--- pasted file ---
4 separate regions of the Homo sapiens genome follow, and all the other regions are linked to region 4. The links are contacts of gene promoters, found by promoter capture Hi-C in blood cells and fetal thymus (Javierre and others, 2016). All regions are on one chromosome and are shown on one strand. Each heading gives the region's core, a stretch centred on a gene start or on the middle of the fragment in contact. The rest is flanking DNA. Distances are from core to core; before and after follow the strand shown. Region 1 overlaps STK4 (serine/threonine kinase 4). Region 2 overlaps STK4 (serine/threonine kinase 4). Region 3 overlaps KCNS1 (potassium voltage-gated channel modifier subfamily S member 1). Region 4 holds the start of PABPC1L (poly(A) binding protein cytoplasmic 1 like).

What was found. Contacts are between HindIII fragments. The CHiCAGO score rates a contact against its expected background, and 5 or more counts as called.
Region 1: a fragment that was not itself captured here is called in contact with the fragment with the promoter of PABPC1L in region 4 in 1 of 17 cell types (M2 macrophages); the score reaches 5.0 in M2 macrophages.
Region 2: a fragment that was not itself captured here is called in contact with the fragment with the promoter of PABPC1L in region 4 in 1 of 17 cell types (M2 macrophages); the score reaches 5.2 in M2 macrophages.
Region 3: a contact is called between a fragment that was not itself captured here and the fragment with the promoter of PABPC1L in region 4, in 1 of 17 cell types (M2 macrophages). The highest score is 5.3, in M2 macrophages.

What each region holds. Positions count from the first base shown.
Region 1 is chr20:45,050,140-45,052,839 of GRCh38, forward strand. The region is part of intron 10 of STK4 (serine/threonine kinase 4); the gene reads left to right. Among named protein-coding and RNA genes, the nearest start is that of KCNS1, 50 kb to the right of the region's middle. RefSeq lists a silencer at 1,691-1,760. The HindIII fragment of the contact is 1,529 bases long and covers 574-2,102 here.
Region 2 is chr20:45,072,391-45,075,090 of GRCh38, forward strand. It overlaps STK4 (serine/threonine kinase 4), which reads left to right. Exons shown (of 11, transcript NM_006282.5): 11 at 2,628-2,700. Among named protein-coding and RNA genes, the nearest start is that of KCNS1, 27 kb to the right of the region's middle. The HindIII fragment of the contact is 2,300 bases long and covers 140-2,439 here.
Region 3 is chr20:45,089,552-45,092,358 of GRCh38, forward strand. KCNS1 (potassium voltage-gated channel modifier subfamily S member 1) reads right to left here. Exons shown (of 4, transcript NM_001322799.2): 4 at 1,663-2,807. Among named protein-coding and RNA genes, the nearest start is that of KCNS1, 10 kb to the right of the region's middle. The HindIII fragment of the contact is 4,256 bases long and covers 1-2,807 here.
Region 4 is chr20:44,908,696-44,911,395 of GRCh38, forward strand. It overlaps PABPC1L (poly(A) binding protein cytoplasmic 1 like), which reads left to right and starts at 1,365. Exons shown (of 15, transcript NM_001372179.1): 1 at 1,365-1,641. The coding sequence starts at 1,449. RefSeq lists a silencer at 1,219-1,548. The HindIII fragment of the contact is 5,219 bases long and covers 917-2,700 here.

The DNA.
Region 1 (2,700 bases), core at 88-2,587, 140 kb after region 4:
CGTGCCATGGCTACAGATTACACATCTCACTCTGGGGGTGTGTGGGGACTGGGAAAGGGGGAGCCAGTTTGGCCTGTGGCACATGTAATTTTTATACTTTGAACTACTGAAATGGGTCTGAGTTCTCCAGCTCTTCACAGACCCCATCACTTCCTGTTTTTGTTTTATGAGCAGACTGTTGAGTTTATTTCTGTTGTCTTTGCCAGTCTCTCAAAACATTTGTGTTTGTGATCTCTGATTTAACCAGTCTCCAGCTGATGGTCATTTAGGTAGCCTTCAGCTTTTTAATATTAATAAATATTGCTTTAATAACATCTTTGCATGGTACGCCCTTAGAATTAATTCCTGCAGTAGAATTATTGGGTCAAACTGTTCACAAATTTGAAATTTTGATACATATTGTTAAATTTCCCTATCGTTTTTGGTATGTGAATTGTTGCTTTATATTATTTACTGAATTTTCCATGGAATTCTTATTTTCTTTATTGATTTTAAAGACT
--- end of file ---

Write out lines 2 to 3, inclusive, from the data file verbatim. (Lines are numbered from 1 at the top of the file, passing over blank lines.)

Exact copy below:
What was found. Contacts are between HindIII fragments. The CHiCAGO score rates a contact against its expected background, and 5 or more counts as called.
Region 1: a fragment that was not itself captured here is called in contact with the fragment with the promoter of PABPC1L in region 4 in 1 of 17 cell types (M2 macrophages); the score reaches 5.0 in M2 macrophages.